Students to e-textbooks: no thanks

Nicholas Carr:

Because the horse is not dead, I feel I’m allowed to keep beating it. So: Another study of student attitudes toward paper and electronic textbooks has appeared, and like earlier ones — see here, here, here, for example — it reveals that our so-called digital natives prefer print. The new study, by four researchers at Ryerson University in Toronto, appears in the Journal for Advancement of Marketing Education. “Although advocates of digitized information believe that millennial students would embrace the paperless in-person or online classroom, this is not proving to be the case,” they write, as studies to date find “most students reiterating their preference for paper textbooks.”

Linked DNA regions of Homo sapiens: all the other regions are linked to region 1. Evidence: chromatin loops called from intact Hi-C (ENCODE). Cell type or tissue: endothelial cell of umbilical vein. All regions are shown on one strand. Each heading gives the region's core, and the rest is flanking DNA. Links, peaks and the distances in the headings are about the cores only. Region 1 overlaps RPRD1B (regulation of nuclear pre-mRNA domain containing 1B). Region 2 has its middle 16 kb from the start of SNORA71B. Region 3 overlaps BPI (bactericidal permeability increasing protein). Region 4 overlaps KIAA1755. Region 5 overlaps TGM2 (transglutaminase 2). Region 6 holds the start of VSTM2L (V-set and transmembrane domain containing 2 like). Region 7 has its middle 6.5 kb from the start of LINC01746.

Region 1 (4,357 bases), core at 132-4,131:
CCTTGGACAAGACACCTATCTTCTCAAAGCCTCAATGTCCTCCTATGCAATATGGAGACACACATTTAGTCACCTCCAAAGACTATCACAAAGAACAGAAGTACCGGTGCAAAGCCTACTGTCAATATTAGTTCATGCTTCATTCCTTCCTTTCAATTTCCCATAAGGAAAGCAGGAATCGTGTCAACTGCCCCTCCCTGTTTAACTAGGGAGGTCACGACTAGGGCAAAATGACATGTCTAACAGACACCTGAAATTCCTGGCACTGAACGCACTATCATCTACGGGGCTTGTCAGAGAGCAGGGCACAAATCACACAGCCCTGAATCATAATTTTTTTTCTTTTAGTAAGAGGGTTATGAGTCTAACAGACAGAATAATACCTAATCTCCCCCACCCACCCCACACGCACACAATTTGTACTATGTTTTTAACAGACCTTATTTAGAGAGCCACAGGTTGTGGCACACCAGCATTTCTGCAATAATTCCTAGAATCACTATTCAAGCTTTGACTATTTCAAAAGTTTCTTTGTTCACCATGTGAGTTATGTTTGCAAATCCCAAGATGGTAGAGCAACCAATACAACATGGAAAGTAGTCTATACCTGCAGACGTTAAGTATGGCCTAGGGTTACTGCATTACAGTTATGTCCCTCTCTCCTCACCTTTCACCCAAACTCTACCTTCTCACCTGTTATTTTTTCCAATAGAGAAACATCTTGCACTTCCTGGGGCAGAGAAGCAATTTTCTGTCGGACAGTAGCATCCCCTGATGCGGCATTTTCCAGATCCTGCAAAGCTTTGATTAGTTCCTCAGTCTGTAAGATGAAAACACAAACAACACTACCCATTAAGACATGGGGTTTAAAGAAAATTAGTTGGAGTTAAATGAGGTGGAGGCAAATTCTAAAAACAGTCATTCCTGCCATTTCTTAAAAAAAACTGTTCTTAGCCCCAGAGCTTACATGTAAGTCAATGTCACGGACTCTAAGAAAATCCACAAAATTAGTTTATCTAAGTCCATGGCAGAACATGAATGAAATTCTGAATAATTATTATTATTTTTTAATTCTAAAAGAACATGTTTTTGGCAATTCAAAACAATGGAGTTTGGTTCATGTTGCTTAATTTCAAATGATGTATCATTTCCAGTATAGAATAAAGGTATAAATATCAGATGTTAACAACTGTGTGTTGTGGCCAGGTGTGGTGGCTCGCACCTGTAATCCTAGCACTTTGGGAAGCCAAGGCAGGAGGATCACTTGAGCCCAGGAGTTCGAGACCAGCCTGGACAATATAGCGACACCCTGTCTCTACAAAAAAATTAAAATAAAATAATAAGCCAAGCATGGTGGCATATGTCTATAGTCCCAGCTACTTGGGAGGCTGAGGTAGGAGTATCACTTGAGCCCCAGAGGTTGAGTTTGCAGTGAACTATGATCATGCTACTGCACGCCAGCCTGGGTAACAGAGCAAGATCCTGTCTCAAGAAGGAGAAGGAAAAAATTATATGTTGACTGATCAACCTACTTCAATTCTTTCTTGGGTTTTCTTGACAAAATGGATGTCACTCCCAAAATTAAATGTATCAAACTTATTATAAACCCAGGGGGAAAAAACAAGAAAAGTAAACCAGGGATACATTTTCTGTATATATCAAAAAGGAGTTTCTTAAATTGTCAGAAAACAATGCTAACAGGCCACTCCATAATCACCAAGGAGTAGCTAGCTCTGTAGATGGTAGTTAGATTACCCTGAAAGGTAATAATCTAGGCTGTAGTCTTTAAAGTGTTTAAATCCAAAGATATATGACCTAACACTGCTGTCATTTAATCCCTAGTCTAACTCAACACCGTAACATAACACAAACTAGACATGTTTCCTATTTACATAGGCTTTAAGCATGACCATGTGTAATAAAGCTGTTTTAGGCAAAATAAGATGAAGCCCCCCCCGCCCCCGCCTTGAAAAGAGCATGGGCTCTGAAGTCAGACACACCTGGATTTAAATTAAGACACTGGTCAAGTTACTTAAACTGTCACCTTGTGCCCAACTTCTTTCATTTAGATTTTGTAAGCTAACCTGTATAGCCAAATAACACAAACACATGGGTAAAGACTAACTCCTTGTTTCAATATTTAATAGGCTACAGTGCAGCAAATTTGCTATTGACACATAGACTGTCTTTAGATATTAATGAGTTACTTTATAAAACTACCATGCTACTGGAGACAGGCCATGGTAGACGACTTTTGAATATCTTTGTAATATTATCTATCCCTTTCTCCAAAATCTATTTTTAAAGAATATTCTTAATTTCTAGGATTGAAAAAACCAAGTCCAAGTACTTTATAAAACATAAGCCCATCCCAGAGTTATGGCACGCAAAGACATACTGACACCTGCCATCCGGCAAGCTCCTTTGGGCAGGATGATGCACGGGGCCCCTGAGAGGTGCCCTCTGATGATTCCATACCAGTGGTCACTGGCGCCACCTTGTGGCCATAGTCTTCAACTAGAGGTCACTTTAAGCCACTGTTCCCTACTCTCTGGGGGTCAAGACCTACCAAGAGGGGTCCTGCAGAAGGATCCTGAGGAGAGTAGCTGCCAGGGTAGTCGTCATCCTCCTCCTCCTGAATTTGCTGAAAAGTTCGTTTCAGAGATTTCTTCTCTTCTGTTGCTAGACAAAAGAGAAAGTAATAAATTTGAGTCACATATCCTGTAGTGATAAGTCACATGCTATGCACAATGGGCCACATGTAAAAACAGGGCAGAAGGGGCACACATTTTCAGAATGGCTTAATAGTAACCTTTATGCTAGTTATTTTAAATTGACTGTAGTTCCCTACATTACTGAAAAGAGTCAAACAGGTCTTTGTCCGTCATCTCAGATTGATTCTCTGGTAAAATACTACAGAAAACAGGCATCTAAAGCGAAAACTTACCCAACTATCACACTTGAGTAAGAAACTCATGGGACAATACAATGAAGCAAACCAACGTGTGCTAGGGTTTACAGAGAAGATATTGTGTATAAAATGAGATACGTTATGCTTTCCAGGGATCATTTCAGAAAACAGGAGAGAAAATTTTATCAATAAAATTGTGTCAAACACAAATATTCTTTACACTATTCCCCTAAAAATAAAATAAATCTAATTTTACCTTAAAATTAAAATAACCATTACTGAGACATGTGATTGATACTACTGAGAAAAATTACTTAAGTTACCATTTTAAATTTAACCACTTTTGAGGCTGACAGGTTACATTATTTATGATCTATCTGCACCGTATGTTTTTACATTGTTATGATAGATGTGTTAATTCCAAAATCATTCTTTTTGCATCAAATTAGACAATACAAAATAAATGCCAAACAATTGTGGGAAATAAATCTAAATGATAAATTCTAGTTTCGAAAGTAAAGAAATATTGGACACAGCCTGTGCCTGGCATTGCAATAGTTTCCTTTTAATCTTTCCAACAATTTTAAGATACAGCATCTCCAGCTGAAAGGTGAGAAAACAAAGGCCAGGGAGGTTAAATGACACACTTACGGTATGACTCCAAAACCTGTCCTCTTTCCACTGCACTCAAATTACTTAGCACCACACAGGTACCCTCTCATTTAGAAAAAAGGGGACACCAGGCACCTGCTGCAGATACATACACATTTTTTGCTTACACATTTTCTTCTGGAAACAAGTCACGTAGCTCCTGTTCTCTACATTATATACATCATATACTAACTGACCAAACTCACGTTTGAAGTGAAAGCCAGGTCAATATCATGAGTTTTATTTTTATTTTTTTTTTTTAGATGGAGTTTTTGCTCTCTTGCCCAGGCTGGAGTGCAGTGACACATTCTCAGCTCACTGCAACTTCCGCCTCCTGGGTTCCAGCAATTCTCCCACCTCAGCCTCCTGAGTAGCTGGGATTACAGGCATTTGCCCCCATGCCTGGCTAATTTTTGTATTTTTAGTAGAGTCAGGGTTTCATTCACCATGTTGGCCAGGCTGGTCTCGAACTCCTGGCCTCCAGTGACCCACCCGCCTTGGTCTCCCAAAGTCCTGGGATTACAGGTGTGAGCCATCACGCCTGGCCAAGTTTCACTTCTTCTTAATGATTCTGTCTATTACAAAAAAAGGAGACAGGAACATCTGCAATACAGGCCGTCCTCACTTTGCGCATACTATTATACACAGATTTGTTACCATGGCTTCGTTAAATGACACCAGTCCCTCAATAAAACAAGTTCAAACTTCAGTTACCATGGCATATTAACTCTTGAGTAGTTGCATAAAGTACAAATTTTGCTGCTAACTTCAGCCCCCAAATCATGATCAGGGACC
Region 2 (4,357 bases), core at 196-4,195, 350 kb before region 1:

They point out that a lot of the research up to now has started “with the assumption that the innovation [in e-textbooks] is an improvement over previous technology”:

Undergraduate students are generally assumed to be skilled in using digital resources for acquiring the knowledge necessary to achieve success in tests and exams. However, researchers often overlook students’ personal beliefs about how they learn and study most effectively. Their resistance to replacing paper textbooks with e-textbooks together with an ongoing desire to be able to print electronic content suggests that paper-based information serves students’ needs better in the educational context.